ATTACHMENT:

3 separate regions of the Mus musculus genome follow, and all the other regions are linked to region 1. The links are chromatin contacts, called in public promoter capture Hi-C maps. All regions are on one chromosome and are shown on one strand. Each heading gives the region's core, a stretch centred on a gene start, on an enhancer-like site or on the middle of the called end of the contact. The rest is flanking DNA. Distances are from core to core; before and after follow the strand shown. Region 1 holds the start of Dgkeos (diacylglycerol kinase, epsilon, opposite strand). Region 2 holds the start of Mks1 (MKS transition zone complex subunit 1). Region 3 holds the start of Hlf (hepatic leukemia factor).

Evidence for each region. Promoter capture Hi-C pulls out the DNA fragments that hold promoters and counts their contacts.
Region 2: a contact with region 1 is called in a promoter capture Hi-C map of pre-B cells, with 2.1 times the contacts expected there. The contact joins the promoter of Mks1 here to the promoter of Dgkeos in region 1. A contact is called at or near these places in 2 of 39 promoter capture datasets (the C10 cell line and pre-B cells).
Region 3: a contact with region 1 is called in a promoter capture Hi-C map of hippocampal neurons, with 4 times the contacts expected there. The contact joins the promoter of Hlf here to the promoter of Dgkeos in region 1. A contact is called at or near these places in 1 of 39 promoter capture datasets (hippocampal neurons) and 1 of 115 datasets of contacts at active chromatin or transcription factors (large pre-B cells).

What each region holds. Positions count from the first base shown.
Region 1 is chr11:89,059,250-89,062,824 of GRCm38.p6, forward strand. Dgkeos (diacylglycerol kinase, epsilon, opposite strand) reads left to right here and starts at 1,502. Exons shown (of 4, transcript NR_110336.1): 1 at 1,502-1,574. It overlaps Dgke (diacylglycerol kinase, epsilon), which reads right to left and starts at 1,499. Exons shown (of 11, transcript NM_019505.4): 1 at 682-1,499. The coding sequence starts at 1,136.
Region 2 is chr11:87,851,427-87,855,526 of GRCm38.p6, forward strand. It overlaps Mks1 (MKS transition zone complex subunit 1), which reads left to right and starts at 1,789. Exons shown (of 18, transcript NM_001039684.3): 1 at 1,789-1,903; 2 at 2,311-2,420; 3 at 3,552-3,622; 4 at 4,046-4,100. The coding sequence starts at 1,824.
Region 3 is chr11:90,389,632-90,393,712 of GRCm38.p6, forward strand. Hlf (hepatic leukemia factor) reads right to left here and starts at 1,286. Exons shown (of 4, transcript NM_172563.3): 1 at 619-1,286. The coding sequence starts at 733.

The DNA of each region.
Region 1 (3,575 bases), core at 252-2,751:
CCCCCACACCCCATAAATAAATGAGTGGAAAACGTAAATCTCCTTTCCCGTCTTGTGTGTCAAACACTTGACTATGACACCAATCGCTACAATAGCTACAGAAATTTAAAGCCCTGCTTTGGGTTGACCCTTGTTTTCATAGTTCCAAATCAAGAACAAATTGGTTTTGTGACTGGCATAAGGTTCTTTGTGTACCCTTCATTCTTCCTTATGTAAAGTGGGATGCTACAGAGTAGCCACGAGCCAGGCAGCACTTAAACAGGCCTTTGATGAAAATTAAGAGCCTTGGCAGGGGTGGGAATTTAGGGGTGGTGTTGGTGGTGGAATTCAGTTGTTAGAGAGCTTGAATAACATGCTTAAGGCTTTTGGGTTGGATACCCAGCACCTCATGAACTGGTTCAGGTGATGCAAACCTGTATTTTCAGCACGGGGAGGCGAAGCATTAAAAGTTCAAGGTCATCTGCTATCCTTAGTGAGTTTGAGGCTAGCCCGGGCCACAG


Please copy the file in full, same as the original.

3 separate regions of the Mus musculus genome follow, and all the other regions are linked to region 1. The links are chromatin contacts, called in public promoter capture Hi-C maps. All regions are on one chromosome and are shown on one strand. Each heading gives the region's core, a stretch centred on a gene start, on an enhancer-like site or on the middle of the called end of the contact. The rest is flanking DNA. Distances are from core to core; before and after follow the strand shown. Region 1 holds the start of Dgkeos (diacylglycerol kinase, epsilon, opposite strand). Region 2 holds the start of Mks1 (MKS transition zone complex subunit 1). Region 3 holds the start of Hlf (hepatic leukemia factor).

Evidence for each region. Promoter capture Hi-C pulls out the DNA fragments that hold promoters and counts their contacts.
Region 2: a contact with region 1 is called in a promoter capture Hi-C map of pre-B cells, with 2.1 times the contacts expected there. The contact joins the promoter of Mks1 here to the promoter of Dgkeos in region 1. A contact is called at or near these places in 2 of 39 promoter capture datasets (the C10 cell line and pre-B cells).
Region 3: a contact with region 1 is called in a promoter capture Hi-C map of hippocampal neurons, with 4 times the contacts expected there. The contact joins the promoter of Hlf here to the promoter of Dgkeos in region 1. A contact is called at or near these places in 1 of 39 promoter capture datasets (hippocampal neurons) and 1 of 115 datasets of contacts at active chromatin or transcription factors (large pre-B cells).

What each region holds. Positions count from the first base shown.
Region 1 is chr11:89,059,250-89,062,824 of GRCm38.p6, forward strand. Dgkeos (diacylglycerol kinase, epsilon, opposite strand) reads left to right here and starts at 1,502. Exons shown (of 4, transcript NR_110336.1): 1 at 1,502-1,574. It overlaps Dgke (diacylglycerol kinase, epsilon), which reads right to left and starts at 1,499. Exons shown (of 11, transcript NM_019505.4): 1 at 682-1,499. The coding sequence starts at 1,136.
Region 2 is chr11:87,851,427-87,855,526 of GRCm38.p6, forward strand. It overlaps Mks1 (MKS transition zone complex subunit 1), which reads left to right and starts at 1,789. Exons shown (of 18, transcript NM_001039684.3): 1 at 1,789-1,903; 2 at 2,311-2,420; 3 at 3,552-3,622; 4 at 4,046-4,100. The coding sequence starts at 1,824.
Region 3 is chr11:90,389,632-90,393,712 of GRCm38.p6, forward strand. Hlf (hepatic leukemia factor) reads right to left here and starts at 1,286. Exons shown (of 4, transcript NM_172563.3): 1 at 619-1,286. The coding sequence starts at 733.

The DNA of each region.
Region 1 (3,575 bases), core at 252-2,751:
CCCCCACACCCCATAAATAAATGAGTGGAAAACGTAAATCTCCTTTCCCGTCTTGTGTGTCAAACACTTGACTATGACACCAATCGCTACAATAGCTACAGAAATTTAAAGCCCTGCTTTGGGTTGACCCTTGTTTTCATAGTTCCAAATCAAGAACAAATTGGTTTTGTGACTGGCATAAGGTTCTTTGTGTACCCTTCATTCTTCCTTATGTAAAGTGGGATGCTACAGAGTAGCCACGAGCCAGGCAGCACTTAAACAGGCCTTTGATGAAAATTAAGAGCCTTGGCAGGGGTGGGAATTTAGGGGTGGTGTTGGTGGTGGAATTCAGTTGTTAGAGAGCTTGAATAACATGCTTAAGGCTTTTGGGTTGGATACCCAGCACCTCATGAACTGGTTCAGGTGATGCAAACCTGTATTTTCAGCACGGGGAGGCGAAGCATTAAAAGTTCAAGGTCATCTGCTATCCTTAGTGAGTTTGAGGCTAGCCCGGGCCACAG